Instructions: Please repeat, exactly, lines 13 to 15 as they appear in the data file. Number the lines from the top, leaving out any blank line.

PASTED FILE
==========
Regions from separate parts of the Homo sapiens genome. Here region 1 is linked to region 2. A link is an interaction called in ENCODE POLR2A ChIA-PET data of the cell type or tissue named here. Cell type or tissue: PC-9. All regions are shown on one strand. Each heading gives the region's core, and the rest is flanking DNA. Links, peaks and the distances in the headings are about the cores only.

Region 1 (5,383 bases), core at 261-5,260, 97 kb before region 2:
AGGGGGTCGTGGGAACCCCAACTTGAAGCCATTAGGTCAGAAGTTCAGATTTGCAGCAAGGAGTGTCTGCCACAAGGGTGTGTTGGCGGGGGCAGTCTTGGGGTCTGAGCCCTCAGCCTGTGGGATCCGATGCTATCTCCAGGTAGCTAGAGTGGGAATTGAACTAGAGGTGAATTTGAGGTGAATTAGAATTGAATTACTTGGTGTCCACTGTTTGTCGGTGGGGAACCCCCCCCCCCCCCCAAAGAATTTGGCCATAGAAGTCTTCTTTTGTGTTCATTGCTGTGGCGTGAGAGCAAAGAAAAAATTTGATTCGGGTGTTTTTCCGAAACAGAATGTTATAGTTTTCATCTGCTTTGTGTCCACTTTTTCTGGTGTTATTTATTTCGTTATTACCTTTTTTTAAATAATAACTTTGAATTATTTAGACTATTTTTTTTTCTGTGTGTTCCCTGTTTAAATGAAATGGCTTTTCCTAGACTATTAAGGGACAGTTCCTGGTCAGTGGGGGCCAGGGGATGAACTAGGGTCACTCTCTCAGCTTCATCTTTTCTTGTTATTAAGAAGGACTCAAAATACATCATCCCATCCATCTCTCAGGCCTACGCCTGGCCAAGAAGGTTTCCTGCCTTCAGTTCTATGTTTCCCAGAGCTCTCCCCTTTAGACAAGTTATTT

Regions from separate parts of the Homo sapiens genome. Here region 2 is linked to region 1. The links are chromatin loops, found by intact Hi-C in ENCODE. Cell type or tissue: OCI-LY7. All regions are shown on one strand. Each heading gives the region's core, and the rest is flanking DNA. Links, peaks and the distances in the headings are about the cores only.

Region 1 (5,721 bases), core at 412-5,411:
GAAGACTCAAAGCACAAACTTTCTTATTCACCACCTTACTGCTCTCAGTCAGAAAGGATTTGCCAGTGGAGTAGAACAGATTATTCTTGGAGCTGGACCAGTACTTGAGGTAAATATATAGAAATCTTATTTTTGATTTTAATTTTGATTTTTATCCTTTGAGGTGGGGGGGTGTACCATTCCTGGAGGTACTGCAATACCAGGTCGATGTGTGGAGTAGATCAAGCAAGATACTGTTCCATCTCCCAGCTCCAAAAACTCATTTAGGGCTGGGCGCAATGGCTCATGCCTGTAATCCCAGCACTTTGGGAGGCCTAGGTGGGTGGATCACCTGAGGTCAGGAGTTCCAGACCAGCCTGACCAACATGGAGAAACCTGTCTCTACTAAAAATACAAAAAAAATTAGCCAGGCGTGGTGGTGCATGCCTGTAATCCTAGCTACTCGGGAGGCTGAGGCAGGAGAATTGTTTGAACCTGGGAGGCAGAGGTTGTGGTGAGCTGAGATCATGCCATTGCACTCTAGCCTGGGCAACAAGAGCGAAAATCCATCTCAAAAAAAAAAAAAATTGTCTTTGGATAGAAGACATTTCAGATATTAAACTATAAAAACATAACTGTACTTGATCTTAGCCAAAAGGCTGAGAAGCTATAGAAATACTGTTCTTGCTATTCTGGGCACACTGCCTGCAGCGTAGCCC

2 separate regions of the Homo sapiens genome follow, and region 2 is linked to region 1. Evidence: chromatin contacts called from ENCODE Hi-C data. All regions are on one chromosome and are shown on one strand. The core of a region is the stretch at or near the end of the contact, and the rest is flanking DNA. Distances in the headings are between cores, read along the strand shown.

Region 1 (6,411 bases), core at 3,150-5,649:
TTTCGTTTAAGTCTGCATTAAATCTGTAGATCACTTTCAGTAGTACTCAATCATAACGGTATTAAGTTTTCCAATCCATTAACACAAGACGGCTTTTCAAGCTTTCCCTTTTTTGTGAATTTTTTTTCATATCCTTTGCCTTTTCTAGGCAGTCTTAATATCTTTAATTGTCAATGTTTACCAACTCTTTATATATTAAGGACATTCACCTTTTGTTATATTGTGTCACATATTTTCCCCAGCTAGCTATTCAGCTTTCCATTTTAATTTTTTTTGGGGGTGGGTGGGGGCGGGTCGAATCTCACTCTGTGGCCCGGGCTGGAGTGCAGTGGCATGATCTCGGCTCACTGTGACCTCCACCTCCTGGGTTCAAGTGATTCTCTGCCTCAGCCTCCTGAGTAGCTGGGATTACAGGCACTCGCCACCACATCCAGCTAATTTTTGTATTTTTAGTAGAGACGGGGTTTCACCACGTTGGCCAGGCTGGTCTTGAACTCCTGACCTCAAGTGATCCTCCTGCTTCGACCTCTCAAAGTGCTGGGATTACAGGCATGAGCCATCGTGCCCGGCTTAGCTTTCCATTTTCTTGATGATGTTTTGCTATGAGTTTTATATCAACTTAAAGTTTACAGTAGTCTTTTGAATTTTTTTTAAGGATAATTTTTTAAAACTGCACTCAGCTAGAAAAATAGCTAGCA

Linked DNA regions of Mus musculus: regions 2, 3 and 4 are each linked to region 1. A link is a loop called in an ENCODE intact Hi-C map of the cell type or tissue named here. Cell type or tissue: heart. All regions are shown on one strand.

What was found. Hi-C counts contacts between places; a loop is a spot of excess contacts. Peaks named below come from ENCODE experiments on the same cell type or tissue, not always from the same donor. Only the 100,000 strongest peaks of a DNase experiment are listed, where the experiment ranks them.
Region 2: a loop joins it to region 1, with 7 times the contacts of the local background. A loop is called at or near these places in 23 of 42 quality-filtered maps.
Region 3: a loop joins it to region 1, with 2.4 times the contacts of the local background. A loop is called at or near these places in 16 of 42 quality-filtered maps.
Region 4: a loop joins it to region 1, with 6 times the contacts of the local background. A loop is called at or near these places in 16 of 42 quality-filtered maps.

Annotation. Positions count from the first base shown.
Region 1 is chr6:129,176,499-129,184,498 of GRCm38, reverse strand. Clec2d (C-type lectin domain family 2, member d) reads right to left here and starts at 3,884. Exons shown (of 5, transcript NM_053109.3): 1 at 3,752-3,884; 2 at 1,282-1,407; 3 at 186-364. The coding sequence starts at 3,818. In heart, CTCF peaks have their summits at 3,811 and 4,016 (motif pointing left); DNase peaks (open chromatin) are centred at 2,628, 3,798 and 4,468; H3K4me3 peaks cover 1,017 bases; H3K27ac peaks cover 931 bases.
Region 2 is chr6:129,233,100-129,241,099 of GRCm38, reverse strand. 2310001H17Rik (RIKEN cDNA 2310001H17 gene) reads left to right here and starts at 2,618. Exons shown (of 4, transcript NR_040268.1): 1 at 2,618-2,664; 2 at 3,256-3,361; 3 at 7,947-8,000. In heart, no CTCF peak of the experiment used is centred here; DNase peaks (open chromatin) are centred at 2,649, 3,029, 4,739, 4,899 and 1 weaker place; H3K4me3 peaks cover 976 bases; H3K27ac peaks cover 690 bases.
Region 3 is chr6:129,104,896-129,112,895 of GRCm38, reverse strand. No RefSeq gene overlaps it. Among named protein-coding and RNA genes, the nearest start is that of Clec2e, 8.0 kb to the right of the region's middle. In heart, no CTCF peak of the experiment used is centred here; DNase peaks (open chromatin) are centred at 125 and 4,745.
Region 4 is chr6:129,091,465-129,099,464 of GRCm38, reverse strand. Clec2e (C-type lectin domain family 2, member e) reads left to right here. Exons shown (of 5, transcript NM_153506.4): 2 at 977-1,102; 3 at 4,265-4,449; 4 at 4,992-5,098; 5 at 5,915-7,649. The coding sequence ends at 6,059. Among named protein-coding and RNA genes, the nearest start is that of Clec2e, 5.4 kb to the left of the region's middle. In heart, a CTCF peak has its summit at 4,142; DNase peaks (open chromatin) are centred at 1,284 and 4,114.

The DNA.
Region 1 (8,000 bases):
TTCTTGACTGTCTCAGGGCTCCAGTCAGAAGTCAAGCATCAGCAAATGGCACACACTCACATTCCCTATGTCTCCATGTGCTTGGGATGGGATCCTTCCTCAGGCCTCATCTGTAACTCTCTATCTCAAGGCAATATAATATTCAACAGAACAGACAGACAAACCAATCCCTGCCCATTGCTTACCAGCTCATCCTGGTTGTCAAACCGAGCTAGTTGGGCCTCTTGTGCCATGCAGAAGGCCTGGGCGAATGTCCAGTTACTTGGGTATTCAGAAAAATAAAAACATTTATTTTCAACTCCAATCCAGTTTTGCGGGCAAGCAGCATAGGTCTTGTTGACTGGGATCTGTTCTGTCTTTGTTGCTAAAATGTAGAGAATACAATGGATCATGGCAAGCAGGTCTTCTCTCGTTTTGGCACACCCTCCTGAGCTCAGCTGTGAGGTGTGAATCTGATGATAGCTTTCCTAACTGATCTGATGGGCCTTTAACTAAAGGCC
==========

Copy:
Region 3: a loop joins it to region 1, with 2.4 times the contacts of the local background. A loop is called at or near these places in 16 of 42 quality-filtered maps.
Region 4: a loop joins it to region 1, with 6 times the contacts of the local background. A loop is called at or near these places in 16 of 42 quality-filtered maps.

Annotation. Positions count from the first base shown.